Good read and I concur but let’s be real, the chances that the game will allow us to play as someone else then British, French or American soldier are zero, meaning I will hate this game with all my gut. There are so many stories to tell but it won’t be this game.

    • Talbot says:

      I guess the Germans don’t figure in there either? Will you be upset if we can’t play as the Austro-Hungarians or Bulgarians? The British, French, Germans and to a lesser extent Russians and Ottomans were the principal combatants in this war both militarily and politically.

    • SaunteringLion says:

      While the campaign will almost certainly focus on the Triple Entente, multiplayer will necessarily feature the Triple Alliance as playable.

      • Pharaoh Nanjulian says:

        I must say that one of the main reasons I enjoy playing “Verdun” is because of the variety of nations represented. Despite ‘only’ being the Western Front at present, Americans were only recently introduced. A game where the initial choice is between French, Austro-Hungarian/German, British and Canadian is a breath of fresh air. And now they’ve added Belgians and Yanks too.

        Who doesn’t want to play a computer game as a Belgian?

        I can’t say the Battlefield series has interested me greatly since I played 1942 on a friend’s laptop years ago, but as these games usually make Americans the heroic saviours I hope in this case they don’t go so beyond the historical pale that they are portrayed as doing all the work from the start. In fact German ships were being repaired in US ports in 1916 before the USA entered the war.

        • socrate says:

          Quite frankly american contributed more industrially and financially..lets not forget that they also didin’t do it for free the british ended up almost bankrupt after the war for a good reason…their contribution in troop was in the very end and very minor and by that time the german were already close to exaustion,Canadian played a significant role in WW1 and won’t pretty much their role as a independent country for it they made a big part of the british army and kept being sent toward impossible fight but unlike others would end up taking these defensive point…but they also suffered insane lost.

          The problem in this article is that it tend to show it as some kind of voluntary thing where conscription was forced on people and alots knew that it was horrible on the front…trench combat was also extremely common for a reason and i doubt this game will do anything other then throw out an illusion just like american are so good at making…lets not forget that Harlem Hellfighters is full of hole historically and was pushed by barack obama and tons of real “historian” still question all the thing brought suddenly by this thing and yet none answered or given any “fact” and while it is obviously not a lie seems to be embellished more for political purpose then for history.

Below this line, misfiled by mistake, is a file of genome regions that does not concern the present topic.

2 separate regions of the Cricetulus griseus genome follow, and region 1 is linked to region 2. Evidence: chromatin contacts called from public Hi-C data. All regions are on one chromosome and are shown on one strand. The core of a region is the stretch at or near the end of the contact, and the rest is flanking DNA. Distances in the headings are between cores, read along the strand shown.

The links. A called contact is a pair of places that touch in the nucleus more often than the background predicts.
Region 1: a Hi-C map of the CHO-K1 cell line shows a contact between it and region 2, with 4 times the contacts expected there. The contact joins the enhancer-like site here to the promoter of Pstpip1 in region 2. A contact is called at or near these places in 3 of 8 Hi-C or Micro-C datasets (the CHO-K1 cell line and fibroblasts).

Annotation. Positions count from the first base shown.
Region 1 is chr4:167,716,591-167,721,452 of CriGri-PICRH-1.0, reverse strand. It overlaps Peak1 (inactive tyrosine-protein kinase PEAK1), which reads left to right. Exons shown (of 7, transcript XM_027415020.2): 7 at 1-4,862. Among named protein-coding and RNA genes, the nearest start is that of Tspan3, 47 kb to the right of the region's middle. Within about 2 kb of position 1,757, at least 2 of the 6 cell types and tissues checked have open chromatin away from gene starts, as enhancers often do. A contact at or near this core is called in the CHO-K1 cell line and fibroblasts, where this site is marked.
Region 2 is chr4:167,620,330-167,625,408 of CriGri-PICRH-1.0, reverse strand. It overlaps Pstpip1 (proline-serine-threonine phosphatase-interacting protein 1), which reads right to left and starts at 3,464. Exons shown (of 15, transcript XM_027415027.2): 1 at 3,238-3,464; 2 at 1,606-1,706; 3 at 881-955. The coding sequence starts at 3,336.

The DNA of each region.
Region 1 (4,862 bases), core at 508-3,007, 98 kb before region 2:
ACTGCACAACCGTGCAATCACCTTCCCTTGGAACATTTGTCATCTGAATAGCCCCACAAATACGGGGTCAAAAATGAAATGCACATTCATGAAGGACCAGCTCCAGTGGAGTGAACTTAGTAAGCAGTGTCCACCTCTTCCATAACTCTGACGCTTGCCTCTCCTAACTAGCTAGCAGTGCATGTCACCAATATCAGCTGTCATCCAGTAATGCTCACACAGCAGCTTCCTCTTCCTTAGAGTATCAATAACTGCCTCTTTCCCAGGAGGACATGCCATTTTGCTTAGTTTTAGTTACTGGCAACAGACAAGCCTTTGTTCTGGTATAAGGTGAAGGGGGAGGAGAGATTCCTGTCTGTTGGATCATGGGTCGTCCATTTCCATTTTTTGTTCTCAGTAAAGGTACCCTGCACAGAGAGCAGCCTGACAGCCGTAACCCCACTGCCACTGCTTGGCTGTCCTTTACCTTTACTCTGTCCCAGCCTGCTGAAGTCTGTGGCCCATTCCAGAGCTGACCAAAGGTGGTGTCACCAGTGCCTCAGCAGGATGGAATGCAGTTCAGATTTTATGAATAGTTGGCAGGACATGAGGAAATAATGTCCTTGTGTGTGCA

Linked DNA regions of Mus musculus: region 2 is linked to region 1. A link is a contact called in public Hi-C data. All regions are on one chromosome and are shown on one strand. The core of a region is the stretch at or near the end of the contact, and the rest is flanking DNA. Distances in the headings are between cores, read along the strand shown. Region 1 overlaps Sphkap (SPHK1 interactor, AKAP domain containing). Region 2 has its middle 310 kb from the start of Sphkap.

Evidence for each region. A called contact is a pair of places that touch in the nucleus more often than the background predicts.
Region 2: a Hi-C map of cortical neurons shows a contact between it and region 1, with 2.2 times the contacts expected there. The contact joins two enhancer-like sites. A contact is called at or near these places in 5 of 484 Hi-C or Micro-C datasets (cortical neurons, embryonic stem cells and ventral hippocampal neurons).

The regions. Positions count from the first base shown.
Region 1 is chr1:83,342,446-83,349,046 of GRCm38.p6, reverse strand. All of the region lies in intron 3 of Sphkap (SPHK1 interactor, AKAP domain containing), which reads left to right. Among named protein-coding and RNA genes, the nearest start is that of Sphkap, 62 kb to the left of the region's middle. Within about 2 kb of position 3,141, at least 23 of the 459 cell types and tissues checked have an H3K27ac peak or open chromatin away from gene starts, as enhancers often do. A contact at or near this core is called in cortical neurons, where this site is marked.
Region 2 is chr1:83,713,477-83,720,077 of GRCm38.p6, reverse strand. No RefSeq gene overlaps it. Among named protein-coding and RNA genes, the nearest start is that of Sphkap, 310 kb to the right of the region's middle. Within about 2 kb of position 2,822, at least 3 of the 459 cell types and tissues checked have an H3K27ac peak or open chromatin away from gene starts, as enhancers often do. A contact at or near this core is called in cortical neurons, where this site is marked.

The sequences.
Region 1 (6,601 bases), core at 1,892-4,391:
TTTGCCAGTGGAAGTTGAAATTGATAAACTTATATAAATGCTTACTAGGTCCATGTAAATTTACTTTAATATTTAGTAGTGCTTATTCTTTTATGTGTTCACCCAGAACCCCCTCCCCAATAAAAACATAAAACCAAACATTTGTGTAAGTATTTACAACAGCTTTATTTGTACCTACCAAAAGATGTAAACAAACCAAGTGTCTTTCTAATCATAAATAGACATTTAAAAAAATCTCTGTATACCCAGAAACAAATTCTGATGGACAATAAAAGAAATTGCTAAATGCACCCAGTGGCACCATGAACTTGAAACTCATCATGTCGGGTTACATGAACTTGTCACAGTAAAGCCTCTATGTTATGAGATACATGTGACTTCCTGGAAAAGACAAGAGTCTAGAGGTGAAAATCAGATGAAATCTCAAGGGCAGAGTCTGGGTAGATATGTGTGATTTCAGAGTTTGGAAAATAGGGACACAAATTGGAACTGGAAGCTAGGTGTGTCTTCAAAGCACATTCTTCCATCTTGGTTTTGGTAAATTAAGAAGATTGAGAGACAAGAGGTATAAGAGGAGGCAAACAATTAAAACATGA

everything here also tends to forget that the war was seen as horrible for a reason the following of that war filled asylum and brought plague and sickness with it…the post traumatic effect of soldier seeing other being stabbed to death by bayonet or the psycological effect of those who survived artillery bombardement in trench filled with blood,feces,body part and those that died by concussion…i think the writter tend to think like many today that war=vietnam or irak where going to war was volontary and for glory which is insane and show how people tend to know so few about actual war and its effect

  22. Ancient Evil says:

    What a great article! One nitpick though: Neither the trailer (as far as I can tell) nor even this article makes any mention whatsoever of the Eastern Front, which seems absurd to me.

    I wholeheartedly agree that less monomaniacal obsession with the Western Front and all its entrenched (pun intended) cliches is a good thing, as is more attention on the Middle East, Africa, Asia, and non-white soldiers.

    But how popular history has managed to so completely erase the Eastern Front is troubling to me. While still always playing second fiddle to the trenches in the west, even Gallipoli and the Arab Revolt are positively conspicuous by comparison. It wouldn’t surprise me in the slightest if Battlefield 1 contains not a single Russian, let alone any mention of the Balkans Campaign or Italian Front for that matter, either.

    Still, inclusion of anything outside of the Western Front is progress, I suppose. We shouldn’t set our expectations unrealistically high.

    • s1473492 says:

      It would be exciting to see at least the Italian front depicted in the game, at least for me personally. I am from Slovakia, at the time a constituent of the Austro-Hungarian empire and I know that some of my ancestors from father’s side of the family died or were wounded on the Piave front during the great war. Alps also make for a great backdrop.

  23. Jason Lefkowitz says:

    Okay, I’ll bite.

    This war without purpose led to the end of empires in Austria-Hungary, Germany, Russia, and Turkey.